The House of Commons on Wednesday soundly defeated an anti-terrorism measure championed by Prime Minister Tony Blair, dealing him one of the most significant political setbacks of his eight years in office.
The lower house of Parliament voted 322 to 291 against a proposal to allow suspects in terrorism cases to be held for as many as 90 days without charge, up from the current 14. It was Blair's first loss in a major vote in that house since he took office in 1997.
Critics likened the measure to the policies of apartheid-era South Africa. But Blair called it crucial to national security and campaigned intensely for it. He worked privately to rally skeptical legislators from his ruling Labor Party and recalled two top cabinet members, Chancellor Gordon Brown and Foreign Secretary Jack Straw, from overseas trips to be present for Wednesday's vote.
In the end, 49 members of his party deserted him, a record number in a Commons vote.
Later in the day, legislators agreed to increase the time suspects can be held to 28 days and approved language in Blair's anti-terrorism package to create the crime of "glorification of terrorism." The bill also has provisions to toughen penalties for terrorist-related activities and widen government powers to ban organizations deemed to support terrorism.
But all political attention focused on the defeat of the 90-day proposal, on which Blair had expended much political capital. The vote adds to his burdens as he faces growing questions about his ability to govern.
After his party won its third consecutive election in May, albeit with a smaller majority than in the past, Blair said he would step down at some point before his current term concludes. Brown is almost universally seen as his likely successor.
Blair has been the White House's most important ally in the Iraq war, committing about 8,500 troops and sometimes functioning as de facto spokesman for the foreign coalition there. But the war remains extremely unpopular in Britain and has helped drag his approval ratings down.
In the past week, a key ally of the prime minister's has resigned from the cabinet and the former British ambassador to the United States has released a book critical of Blair.
"He's no longer Teflon Tony -- he's mortal," said Peter Riddell, political columnist for the London newspaper the Times and author of several books on Blair and British politics.
Riddell said the defeat was not politically fatal for Blair, but the "remarkable" defection of so many Labor legislators meant that Blair would have a hard time pushing through his ambitious domestic agenda, which includes reforms in education and health. "He's now at the mercy of Parliament," Riddell said.
Conservative Party leader Michael Howard immediately called for Blair to resign, telling reporters that "this has so diminished his authority." Charles Kennedy, leader of the third major party, the Liberal Democrats, said Blair would be "increasingly seen as a lame duck, and lack conviction, credibility and the persuasion that a prime minister needs."
Ann Cryer, one of the Labor members of Parliament who broke ranks, said that she "hated" voting with the Conservative Party against Blair, but that she believed that holding people without charge for 90 days was excessive. She said many Muslims live in her district in West Yorkshire and strongly oppose the law on grounds that it could be used against them unfairly.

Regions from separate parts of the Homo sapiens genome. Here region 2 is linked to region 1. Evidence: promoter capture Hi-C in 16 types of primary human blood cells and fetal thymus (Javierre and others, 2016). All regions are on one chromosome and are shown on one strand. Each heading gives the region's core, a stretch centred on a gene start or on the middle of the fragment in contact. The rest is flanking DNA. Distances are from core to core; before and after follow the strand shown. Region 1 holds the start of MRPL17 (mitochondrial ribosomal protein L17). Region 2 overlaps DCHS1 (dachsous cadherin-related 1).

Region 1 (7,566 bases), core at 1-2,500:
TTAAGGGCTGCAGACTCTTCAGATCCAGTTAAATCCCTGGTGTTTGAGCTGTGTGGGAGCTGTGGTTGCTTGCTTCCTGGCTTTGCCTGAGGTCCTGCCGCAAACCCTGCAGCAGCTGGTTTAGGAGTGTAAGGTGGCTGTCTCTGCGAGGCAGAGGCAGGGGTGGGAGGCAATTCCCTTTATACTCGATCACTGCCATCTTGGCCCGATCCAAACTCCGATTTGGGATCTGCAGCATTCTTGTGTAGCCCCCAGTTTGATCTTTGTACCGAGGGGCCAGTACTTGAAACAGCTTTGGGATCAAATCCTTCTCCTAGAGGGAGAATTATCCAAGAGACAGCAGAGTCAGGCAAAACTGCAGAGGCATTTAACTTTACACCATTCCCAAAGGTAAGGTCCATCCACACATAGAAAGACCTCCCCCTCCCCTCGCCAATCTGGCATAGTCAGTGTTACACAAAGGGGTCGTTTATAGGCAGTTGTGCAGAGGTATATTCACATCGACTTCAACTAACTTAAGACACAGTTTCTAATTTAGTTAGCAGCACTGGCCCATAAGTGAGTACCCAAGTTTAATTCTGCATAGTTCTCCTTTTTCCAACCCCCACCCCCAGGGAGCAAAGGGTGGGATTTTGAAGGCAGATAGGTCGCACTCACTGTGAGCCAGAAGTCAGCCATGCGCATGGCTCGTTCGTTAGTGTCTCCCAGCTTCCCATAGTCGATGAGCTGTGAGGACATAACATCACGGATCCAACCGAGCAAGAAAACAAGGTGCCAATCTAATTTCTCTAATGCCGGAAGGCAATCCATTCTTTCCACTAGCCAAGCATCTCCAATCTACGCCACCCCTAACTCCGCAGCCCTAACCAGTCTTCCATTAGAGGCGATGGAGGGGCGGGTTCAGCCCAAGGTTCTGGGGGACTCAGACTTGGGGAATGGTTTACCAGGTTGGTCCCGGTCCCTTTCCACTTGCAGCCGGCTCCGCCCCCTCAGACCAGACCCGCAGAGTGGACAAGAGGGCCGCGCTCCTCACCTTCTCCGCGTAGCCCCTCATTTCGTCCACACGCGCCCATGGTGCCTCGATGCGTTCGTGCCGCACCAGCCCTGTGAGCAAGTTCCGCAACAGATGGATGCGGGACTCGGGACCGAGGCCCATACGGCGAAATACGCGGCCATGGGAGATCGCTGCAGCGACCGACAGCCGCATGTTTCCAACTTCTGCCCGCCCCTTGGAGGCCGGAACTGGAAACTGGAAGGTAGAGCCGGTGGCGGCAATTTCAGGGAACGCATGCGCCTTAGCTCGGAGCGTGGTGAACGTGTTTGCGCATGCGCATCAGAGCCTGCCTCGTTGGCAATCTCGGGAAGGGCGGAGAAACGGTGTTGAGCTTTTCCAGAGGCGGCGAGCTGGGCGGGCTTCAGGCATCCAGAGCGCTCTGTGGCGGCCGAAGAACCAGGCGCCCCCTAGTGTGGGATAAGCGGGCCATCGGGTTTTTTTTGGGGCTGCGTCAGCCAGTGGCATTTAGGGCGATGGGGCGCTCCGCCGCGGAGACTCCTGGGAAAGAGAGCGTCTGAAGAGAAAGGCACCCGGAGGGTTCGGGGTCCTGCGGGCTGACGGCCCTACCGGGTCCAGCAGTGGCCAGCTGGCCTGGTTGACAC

"I don't think Tony should stand down as a result of this," Cryer said. "I know he's angry and hurt, but it's a tough old game, politics."
Blair was defiant in defeat Wednesday evening, saying in a BBC interview that, "We were trying to do the right thing for the country."
"What I can't understand," Blair said, "is how we can say, given the strength of the terrorist threat we face, that the civil liberties of a small number of terrorist suspects . . . come before the fundamental civil liberty of this country to protection from terrorism."
"I think it was a wrong decision," Blair said of Wednesday's vote. "I just hope at a later time we don't rue it."
The measure was part of a package of anti-terrorism measures Blair introduced following the deadly subway and bus bombings in London in July.
During a heated exchange in Parliament earlier Wednesday, Blair declared that voting for the measure was "the duty of every member of this house." As he spoke, Conservatives shouted "police state" at Blair, in a session that was testy even by the raucous standards of the House of Commons.
Blair stood by his conviction that the 90-day period was necessary in an era when terrorists use increasingly complex and sophisticated methods. British police officials lobbied for the measure, which polls showed was supported by a majority of the British public.
But a wide range of civil libertarians resisted, saying the measure sacrificed too much personal liberty in the name of security. Leaders of Britain's 1.6 million Muslims also had preached against the provision in mosques.
Blair rejected concerns about the erosion of civil liberties, saying that the proposal called for a judge to review all detentions every seven days. As evidence of the terrorist threat against Britain, the prime minister said Wednesday that police had foiled two planned attacks since the July bombings.
Many analysts believed that Blair's recent insistence on 90 days was merely a bargaining position to rally support, and that ultimately he would compromise rather than risk defeat. But Blair ended that speculation Wednesday, declaring, "Sometimes it is better to lose and do the right thing than win and do the wrong thing."